What about fever control? Does fever control improve outcomes?

While fever has been shown to be associated with bad outcomes in observational studies, there is no RCT level evidence that controlling fever is beneficial.

ILCOR guidelines on therapeutic hypothermia after cardiac arrest

The ILCOR guidelines came to similar conclusions as this review comparing hypothermia to normothermia or fever prevention:

  • No difference in survival to hospital discharge
  • No difference in favorable neurological outcome at hospital discharge or 30 days
  • No difference in survival to 90 or 180 days
  • No difference in favorable neurologic outcome at 90 or 180 days

ILCOR recommendations and suggestions:

  • Suggest actively prevent fever by targeting a temperature ≤ 37.5 for those patients who remain comatose after ROSC from cardiac arrest (weak recommendation, low certainty evidence).
  • Whether subpopulations of cardiac arrest patients may benefit from targeting hypothermia at 32-34oC remains uncertain.
  • Comatose patients with mild hypothermia after ROSC should not be actively warmed to achieve normothermia.
  • Recommend against the routine use of prehospital cooling with rapid infusion of large volumes of cold IV fluid immediately after ROSC (strong recommendation, moderate certainty evidence).
  • Suggest surface or endovascular temperature control techniques when temperature control is used in comatose patients after ROSC (weak recommendation, low certainty of evidence).
  • When a cooling device is used, suggest using a temperature control device that includes a feedback system based on continuous temperature monitoring to maintain the target temperature.
  • Suggest active prevention of fever for at least 72 hours in post-cardiac arrest patients who remain comatose (they acknowledge there are no RCTs to support this practice).

For Dr. Morgenstern’s, Dr. Morrison’s and Dr. Helman’s take home practical clinical application of these studies….please listen to the podcast.

Key References

  1. Bernard SA, Gray TW, Buist MD, et al. Treatment of comatose survivors of out-of-hospital cardiac arrest with induced hypothermia. The New England journal of medicine. 2002; 346(8):557-63.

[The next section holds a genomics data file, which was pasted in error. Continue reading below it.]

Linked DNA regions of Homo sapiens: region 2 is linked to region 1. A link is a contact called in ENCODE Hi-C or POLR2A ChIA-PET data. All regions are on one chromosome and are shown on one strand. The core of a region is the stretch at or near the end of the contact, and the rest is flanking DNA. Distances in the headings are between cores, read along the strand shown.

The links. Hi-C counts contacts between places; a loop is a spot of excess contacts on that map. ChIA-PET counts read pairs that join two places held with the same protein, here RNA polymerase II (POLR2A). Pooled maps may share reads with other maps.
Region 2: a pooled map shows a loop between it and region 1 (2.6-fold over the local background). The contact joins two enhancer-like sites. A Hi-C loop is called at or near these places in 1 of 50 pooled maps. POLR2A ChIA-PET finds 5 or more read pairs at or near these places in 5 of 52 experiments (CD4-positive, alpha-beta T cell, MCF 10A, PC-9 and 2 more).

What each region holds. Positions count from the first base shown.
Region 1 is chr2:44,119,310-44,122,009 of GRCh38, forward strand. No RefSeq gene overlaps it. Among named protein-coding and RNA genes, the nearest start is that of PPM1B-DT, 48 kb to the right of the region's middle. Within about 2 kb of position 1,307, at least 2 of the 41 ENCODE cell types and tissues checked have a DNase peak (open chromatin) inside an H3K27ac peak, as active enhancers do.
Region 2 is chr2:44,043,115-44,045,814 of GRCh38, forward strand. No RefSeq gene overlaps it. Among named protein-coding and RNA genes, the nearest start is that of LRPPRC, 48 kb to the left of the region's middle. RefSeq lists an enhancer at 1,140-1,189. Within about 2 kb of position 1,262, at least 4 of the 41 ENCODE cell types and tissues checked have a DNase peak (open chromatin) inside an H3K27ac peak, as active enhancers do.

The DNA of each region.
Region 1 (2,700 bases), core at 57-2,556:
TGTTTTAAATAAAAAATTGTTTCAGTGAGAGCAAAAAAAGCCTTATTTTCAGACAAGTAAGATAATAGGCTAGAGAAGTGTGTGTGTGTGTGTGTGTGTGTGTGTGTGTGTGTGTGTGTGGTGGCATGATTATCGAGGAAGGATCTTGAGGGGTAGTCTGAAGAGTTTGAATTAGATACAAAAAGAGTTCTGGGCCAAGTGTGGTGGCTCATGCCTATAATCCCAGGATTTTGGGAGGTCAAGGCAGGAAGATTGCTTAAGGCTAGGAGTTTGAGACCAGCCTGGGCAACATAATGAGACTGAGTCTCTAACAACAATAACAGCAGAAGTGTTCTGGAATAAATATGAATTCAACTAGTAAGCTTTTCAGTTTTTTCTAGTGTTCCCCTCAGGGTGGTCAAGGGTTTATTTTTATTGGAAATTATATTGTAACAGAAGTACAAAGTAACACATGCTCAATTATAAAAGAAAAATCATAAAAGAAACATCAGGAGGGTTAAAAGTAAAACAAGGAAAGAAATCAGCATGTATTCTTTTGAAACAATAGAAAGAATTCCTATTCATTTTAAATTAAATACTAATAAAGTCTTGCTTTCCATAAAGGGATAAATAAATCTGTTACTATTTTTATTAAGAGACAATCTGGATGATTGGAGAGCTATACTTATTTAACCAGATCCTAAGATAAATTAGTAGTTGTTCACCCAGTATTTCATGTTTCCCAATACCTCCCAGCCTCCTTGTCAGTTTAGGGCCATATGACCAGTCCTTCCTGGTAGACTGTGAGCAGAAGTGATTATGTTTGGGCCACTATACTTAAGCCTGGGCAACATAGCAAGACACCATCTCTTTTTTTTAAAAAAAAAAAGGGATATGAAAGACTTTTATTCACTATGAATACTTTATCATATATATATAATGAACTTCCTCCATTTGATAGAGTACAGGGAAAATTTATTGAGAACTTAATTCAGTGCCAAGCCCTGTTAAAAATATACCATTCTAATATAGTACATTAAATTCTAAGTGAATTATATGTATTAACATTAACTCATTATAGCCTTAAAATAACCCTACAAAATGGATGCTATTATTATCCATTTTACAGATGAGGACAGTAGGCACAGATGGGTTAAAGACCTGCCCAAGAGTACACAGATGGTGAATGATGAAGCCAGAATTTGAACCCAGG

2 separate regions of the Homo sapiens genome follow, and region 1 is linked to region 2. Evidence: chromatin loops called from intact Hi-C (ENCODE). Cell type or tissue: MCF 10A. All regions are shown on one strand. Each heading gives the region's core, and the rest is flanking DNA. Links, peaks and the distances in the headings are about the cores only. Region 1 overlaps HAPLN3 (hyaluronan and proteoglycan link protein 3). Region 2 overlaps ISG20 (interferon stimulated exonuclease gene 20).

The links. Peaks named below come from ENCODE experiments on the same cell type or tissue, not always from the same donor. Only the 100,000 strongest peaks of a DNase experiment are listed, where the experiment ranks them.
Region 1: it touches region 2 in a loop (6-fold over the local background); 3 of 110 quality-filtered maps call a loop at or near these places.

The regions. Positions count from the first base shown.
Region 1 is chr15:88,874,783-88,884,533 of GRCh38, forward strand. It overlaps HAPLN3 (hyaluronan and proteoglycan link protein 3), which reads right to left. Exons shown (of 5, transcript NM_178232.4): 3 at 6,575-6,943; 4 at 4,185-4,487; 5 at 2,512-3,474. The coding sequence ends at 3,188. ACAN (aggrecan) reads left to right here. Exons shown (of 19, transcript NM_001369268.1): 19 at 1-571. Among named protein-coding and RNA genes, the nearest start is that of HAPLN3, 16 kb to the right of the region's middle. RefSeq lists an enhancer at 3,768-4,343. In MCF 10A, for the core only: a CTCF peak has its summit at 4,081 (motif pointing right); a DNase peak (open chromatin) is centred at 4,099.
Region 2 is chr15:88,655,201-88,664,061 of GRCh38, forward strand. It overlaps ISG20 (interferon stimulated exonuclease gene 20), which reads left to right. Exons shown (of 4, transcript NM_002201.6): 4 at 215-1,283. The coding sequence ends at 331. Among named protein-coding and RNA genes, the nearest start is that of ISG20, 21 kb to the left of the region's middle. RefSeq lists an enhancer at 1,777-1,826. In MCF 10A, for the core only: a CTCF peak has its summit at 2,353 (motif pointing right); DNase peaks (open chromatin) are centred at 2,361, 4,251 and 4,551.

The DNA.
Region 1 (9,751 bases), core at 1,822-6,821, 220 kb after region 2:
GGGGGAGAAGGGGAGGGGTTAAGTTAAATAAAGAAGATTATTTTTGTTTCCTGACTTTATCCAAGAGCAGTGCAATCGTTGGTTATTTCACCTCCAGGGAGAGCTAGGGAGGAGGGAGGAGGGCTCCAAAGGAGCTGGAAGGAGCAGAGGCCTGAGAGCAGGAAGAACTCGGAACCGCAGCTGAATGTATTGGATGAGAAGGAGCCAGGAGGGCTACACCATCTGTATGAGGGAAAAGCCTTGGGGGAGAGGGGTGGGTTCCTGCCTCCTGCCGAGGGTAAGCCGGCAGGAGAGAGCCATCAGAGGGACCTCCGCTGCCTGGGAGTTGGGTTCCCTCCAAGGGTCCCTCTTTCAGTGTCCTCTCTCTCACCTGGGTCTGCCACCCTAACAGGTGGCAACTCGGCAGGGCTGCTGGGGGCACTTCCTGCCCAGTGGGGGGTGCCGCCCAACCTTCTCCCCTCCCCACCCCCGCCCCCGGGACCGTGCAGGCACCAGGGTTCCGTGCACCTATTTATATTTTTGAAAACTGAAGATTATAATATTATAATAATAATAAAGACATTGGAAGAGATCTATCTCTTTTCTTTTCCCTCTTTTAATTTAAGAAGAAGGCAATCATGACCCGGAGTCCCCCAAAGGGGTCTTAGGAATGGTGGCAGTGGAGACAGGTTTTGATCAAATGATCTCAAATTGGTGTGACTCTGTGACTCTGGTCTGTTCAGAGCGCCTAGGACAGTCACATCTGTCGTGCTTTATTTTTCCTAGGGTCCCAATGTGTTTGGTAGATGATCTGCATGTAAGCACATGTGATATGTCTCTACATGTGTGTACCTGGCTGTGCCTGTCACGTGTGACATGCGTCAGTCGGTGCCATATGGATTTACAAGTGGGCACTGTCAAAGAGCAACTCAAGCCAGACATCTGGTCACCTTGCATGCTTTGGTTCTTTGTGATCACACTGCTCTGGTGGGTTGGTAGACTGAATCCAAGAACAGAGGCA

2. HACA – Hypothermia After Cardiac Arrest study group. Mild therapeutic hypothermia to improve the neurologic outcome after cardiac arrest. The New England journal of medicine. 2002; 346(8):549-56.
  3. Bernard SA, Smith K, Cameron P, et al. Induction of therapeutic hypothermia by paramedics after resuscitation from out-of-hospital ventricular fibrillation cardiac arrest: a randomized controlled trial. Circulation. 2010; 122(7):737-42.
  4. Nielsen N, Wetterslev J, Cronberg T, et al. Targeted temperature management at 33°C versus 36°C after cardiac arrest. The New England journal of medicine. 2013; 369(23):2197-206.
  5. Kim F, Nichol G, Maynard C, et al. Effect of prehospital induction of mild hypothermia on survival and neurological status among adults with cardiac arrest: a randomized clinical trial. JAMA. 2014; 311(1):45-52.
  6. Scholefield BR, Silverstein FS, Telford R, Holubkov R, Slomine BS, Meert KL, Christensen JR, Nadkarni VM, Dean JM, Moler FW. Therapeutic hypothermia after paediatric cardiac arrest: Pooled randomized controlled trials. Resuscitation. 2018 Dec;133:101-107. doi: 10.1016/j.resuscitation.2018.09.011.
  7. Nordberg P, Taccone FS, Truhlar A et al. Effect of Trans-Nasal Evaporative Intra-arrest Cooling on Functional Neurologic Outcome in Out-of-Hospital Cardiac Arrest: The PRINCESS Randomized Clinical Trial. JAMA. 2019 May 7;321(17):1677-1685. 
  8. Lascarrou JB, Merdji H, Le Gouge A, et al. Targeted Temperature Management for Cardiac Arrest with Nonshockable Rhythm. The New England journal of medicine. 2019; 381(24):2327-2337.
  9. Young PJ, Bellomo R, Bernard GR, et al. Fever control in critically ill adults. An individual patient data meta-analysis of randomised controlled trials. Intensive care medicine. 2019; 45(4):468-476.
  10. Dankiewicz J, Cronberg T, Lilja G, et al: TTM2 Trial Investigators. Hypothermia versus Normothermia after Out-of-Hospital Cardiac Arrest.N Engl J Med. 2021 Jun 17;384(24):2283-2294.
  11. Morrison LJ, Thoma B. Translating Targeted Temperature Management Trials into Postarrest Care. N Engl J Med. 2021 Jun 17;384(24):2344-2345.

More FOAMed on Therapeutic Hypothermia

First10EM on TTM2

St. Emlyn’s on TTM2

REBEL EM on TTM2

The SGEM on TTM2

REBEL EM: HYPERION: Targeted Temperature Management in Cardiac Arrest Patients with Non-Shockable Rhythms and Does Targeted Temperature Management Actually Work?

PulmCrit: Hypothermia for non-shockable arrest: let’s not get hot-headed about this